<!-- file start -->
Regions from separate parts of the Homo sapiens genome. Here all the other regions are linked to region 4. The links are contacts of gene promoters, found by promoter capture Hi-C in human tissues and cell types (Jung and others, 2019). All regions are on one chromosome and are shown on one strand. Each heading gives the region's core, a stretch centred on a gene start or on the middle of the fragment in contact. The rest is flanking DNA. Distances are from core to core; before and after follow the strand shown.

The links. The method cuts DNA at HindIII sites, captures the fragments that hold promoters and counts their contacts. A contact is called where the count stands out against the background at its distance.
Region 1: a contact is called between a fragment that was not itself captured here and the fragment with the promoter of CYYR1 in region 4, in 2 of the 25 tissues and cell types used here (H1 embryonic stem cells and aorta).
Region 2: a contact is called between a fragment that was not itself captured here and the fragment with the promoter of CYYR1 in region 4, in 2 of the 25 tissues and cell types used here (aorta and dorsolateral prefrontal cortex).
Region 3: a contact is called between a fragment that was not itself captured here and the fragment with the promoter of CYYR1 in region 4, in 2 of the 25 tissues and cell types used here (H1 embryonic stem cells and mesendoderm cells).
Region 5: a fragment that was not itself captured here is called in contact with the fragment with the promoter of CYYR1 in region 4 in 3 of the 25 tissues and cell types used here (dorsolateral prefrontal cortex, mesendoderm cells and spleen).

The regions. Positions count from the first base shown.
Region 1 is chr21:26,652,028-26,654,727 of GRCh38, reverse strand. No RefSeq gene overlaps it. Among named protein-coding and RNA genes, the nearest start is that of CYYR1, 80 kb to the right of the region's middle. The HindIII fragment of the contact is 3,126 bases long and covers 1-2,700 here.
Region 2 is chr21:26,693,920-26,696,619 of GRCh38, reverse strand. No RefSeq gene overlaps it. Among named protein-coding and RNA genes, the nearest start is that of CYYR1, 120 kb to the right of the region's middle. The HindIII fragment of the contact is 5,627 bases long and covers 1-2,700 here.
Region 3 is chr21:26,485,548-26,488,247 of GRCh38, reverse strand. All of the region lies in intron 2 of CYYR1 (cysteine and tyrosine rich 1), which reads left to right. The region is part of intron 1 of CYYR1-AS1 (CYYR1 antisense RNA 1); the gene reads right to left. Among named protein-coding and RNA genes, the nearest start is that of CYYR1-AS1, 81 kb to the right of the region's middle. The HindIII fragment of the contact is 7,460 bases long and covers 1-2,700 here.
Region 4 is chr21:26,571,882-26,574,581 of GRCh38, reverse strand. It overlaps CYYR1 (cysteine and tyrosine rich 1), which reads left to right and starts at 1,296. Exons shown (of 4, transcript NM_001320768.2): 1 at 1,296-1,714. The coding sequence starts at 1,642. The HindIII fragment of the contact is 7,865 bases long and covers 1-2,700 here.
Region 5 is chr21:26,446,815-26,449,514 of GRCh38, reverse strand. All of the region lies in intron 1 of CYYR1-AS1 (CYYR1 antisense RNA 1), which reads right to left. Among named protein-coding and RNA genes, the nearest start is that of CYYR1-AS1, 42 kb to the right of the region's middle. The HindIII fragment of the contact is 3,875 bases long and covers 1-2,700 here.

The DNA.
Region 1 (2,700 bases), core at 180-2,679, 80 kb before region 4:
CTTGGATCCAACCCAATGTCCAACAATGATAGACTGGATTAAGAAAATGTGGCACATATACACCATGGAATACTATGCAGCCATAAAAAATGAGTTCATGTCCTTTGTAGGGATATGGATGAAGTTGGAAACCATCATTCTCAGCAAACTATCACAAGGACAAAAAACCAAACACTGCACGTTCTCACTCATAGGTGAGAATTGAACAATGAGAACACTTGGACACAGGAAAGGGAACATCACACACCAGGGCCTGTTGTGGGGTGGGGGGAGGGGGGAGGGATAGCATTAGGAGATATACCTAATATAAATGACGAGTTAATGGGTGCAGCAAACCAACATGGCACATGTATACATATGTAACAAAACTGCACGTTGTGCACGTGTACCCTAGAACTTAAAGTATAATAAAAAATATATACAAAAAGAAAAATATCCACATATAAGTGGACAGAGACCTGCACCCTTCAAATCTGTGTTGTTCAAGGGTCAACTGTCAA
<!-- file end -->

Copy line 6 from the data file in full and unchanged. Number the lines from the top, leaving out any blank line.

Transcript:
Region 5: a fragment that was not itself captured here is called in contact with the fragment with the promoter of CYYR1 in region 4 in 3 of the 25 tissues and cell types used here (dorsolateral prefrontal cortex, mesendoderm cells and spleen).